Thanks, Brexit. 
Thanks, ugly thinking. 
Thanks, 'I'm right and your opinions don't matter'...

Things are different now, all over. I'm not sorry I got the chance to bounce around New York for a decade. It's, however, somewhat arresting to look back and see what was going on after a few years. 

Yup, we've gained a lot. But I think we've lost a lot more. 




See more radio and broadcasting posts on Radio To Go

__________________________________________________________________________




I still do stuff on Brum Radio, a volunteer-run internet station. It's online heredownload the Brum Radio app here. My Brum Radio page is here; scroll down for all the shows. 

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Monday, 5 June 2017

It was fifty years ago today! The merchandise is here to stay!


Tell me about the good old days, son...


This is an excerpt - the whole flyer is below
One of Birmingham's finer music DJs, Dylan Gibbons, son of Steve, has dug out a lovely flyer and put it up on Facebook. It lists acts playing the long-gone Barbarellas in Spring 1974, 43 years ago. I was at the (also long-gone) BRMB Radio then. I interviewed some of those acts on air before they headed to the gig. My show ran from 7-10; the timing worked. The complete flyer, with amazing spelling errors, is available to enjoy a bit down this post: you can see Queen, at the start of their run, and Cockney Rebel too. 

But check the March acts, in the detail above. From March 28 to 30, Bill Haley and the Comets played. Then, Hayley was at the tail end of his career, aged 49 or so; he died at 55. At his peak, he played the Birmingham Odeon, in 1957. Haley it was who had the very first rock and roll hits, in 1953 and 54. Then Elvis came along and blew him out of the water.

Nostalgia kept Haley in business. And look! The very next day, a few years into his career, there's Steve Gibbons. Steve, of course, is still gigging now. How brilliant is that? The entire historic timespan of rock music, from 1953 to now, captured quite by accident on a playbill from two generations back.


The Nostalgia business. Ker-ching.


Floyd Cans! £379! Bargain!
It's lovely to look back at those days. Nostalgia's great fun. I do, however, get ticked off at the nostalgia industry. The Victoria and Albert museum in London makes a bundle putting on artsy nostalgia shows, generally about acts they wouldn't have given the time of day to when those artists were at their peak. In 2013, the show was David Bowie, and the merch page is still up on site, with goodies at eye-watering prices - £125 get you an album cover print; Bowie vinyls are £25 a pop. 

This year, it's Pink Floyd. Step right up, £20 gets you in the door, so you can be told all about it. Exit through the gift shop – where pink Pink Floyd headphones go for a mere £379, and a Dark Side Of The Moon cycling jersey is a snip at £85. Bargain! Have a cigar! That's some considerable distance from one of the albums of my student days, Ummagumma, half of which was recorded in front of maybe 200 souls at Mothers in Erdington.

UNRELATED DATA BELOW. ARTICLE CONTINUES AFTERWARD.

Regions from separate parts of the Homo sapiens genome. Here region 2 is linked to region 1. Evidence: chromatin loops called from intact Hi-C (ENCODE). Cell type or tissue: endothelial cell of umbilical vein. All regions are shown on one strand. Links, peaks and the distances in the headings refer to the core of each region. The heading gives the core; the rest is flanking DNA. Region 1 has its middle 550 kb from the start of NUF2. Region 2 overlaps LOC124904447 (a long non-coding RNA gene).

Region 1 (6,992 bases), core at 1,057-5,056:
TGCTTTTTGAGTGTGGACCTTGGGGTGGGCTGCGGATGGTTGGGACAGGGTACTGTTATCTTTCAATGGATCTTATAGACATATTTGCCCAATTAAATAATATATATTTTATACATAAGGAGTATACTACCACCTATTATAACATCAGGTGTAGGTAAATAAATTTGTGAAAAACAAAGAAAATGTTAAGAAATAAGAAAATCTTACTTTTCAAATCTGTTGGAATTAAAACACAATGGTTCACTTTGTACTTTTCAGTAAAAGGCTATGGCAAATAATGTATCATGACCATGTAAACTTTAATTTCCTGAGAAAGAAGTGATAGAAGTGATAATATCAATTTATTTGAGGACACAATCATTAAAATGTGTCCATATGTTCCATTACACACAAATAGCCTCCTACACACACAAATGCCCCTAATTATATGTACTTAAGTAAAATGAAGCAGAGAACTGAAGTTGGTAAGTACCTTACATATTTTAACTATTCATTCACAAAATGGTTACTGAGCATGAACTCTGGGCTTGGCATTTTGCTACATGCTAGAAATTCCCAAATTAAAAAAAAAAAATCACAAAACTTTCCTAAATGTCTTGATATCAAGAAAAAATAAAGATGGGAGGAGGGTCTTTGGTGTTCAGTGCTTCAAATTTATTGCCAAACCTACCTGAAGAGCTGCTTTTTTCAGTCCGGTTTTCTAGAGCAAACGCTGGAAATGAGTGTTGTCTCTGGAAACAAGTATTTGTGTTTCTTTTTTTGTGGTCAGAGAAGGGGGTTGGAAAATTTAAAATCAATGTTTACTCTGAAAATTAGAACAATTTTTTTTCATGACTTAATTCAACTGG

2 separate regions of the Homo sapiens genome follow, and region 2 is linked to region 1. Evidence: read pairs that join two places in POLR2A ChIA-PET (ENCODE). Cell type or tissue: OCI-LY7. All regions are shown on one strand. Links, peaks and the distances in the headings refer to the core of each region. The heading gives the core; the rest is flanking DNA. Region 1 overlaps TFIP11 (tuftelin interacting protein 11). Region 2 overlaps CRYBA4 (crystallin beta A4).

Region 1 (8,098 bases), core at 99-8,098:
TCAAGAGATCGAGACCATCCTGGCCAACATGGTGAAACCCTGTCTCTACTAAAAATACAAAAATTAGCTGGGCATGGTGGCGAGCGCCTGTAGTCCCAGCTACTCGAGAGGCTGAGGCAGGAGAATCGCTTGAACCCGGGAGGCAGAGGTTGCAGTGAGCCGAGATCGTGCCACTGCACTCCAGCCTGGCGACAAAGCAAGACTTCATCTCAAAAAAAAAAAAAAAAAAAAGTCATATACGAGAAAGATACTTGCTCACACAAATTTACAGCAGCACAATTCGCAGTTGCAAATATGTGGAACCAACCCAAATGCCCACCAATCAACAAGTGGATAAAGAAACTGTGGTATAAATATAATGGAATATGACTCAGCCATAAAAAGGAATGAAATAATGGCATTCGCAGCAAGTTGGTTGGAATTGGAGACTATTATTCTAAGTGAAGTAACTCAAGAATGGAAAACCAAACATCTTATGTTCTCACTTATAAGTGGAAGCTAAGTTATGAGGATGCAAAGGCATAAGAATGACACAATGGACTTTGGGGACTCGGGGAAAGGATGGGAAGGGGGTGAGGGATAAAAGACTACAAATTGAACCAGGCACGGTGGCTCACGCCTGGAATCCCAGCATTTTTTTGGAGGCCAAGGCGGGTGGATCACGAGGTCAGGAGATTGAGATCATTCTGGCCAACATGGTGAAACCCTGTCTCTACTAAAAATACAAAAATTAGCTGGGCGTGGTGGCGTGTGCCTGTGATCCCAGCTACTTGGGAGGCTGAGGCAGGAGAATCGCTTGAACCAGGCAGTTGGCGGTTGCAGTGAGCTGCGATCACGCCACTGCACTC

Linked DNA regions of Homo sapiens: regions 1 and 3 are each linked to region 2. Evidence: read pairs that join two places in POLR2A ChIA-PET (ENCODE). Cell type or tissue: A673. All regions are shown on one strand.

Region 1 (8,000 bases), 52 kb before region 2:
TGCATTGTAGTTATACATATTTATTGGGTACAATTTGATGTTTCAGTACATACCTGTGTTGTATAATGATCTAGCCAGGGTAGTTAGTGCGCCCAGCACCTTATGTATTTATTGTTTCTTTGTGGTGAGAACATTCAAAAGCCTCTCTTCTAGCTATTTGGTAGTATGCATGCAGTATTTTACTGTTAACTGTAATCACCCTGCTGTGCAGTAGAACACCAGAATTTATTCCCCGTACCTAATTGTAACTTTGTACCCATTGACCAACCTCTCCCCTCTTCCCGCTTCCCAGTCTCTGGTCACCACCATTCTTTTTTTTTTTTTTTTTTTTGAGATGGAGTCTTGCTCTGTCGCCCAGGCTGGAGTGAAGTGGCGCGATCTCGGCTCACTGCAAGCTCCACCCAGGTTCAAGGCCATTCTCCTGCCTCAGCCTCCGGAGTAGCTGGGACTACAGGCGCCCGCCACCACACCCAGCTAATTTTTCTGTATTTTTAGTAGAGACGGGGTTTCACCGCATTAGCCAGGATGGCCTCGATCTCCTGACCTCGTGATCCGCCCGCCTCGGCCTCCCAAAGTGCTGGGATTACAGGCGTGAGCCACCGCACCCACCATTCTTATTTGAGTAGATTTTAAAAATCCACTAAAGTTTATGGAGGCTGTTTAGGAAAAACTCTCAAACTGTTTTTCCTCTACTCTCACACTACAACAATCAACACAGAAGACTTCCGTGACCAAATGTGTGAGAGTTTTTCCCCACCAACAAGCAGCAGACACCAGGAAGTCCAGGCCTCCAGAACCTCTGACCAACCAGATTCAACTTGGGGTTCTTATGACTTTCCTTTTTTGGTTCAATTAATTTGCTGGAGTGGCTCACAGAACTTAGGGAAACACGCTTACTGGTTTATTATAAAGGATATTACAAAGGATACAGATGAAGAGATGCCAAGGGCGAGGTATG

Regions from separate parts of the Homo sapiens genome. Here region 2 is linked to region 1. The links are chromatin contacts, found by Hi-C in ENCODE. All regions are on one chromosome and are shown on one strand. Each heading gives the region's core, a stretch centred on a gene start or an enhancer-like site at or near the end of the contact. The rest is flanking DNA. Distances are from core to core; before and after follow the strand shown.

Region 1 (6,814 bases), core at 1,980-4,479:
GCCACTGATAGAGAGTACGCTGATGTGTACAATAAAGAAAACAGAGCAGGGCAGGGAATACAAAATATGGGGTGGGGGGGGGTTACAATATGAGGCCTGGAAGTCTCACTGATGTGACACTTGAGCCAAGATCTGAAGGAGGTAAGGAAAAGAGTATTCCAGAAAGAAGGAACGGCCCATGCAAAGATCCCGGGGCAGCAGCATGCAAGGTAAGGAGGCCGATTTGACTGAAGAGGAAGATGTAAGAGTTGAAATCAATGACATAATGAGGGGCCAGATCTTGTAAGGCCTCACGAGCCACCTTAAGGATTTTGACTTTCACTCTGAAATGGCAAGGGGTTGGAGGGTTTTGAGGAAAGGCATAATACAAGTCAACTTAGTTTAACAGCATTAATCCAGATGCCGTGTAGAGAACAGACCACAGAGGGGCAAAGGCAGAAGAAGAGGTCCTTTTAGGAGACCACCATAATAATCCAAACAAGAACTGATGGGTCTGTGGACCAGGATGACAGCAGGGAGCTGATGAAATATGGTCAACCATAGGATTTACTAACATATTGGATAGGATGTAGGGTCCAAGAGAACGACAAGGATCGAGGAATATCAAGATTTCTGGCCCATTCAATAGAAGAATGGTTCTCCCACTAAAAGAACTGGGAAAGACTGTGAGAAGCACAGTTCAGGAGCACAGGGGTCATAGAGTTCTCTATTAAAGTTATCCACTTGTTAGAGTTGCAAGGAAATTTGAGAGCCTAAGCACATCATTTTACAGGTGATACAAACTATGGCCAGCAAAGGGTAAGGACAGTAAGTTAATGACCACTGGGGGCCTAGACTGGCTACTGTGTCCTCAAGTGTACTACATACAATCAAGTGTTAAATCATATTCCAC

Brace yourselves, though: Sergeant Pepper is now fifty years old. So there's shows on TV with learned and earnest experts. Just out: a 6-CD reissue package. While the Beatles had, by 1967, long since moved out to country estates in the south, Liverpool, logically, is putting on a summer series of events. Most of them are free, which is fair enough.

Thing is, I remember the day the album came out. We lapped it up, of course – the Beatles were ours – but it was part of our lives, not some pumped up deal, it wasn't a marketable experience. We were kids, it was our music, end of. The Beatles weren't gods; they were just good guys, our good guys. The marketing-driven reverence now being afforded the band, and which shoots though the poshed up Bowie and Floyd 
museum offers like a lucrative golden vein, simply wasn't there.

That deification of things past is there for commercial purposes. It's only another way to squeeze yet more money out of the original product, after cassettes, CD reissues, repackaging, remastering and more. With this reverence come the priests of pop culture: the writers, the experts, the pundits, the curators, generally quite a lot younger than the audience this music was first made for. Of course, that's nothing new – as long as I can remember, we've had fresh-faced jazz pundits explaining Miles Davis or Thelonious Monk, Wagner experts, Sinatraphiles, ready to explain it all.



Who knew? Well, we did, actually. 


Only now, I'm taking it personally. I'm being lectured about the music of my youth, the stuff I grew up with, by people who weren't born when it came out. And I'm sorry, that does piss me off. The music? It was and is brilliant, and it lives on. 

But its longevity and charm provides platforms for more revenue generation and pundit career development. The people who paid for that music in the first place are no longer part of the equation. 

I'm not saying pundits 25 years younger than me can't have valid or interesting takes on the music, mind - of course they can. There's always room for a fresh perspective. But that room only exists because of the nostalgia industry.

Meantime, looking at that frayed old 1974 flyer for those bands at Barbs, I'm thinking of the bands of the day, and exactly how great that classic Gibbons line-up was (the current one's pretty damn good, too). But there's no money to be made, or careers to build, out of that scene. The V and A won't come calling; fresh faced music scribes won't prance down Broad Street expounding to camera on how great it was.

But I bet they're working on those Police and Dire Straits shows right now, for some time next decade. Peter Gabriel and Genesis? That's an obvious one. What price a Coldplay retrospective for 2030? 



__________________________________________________________________________




I still do radio stuff on Brum Radio, a volunteer-run internet station. Listen online heredownload the Brum Radio app here. My Brum Radio page is here; scroll down for all the shows.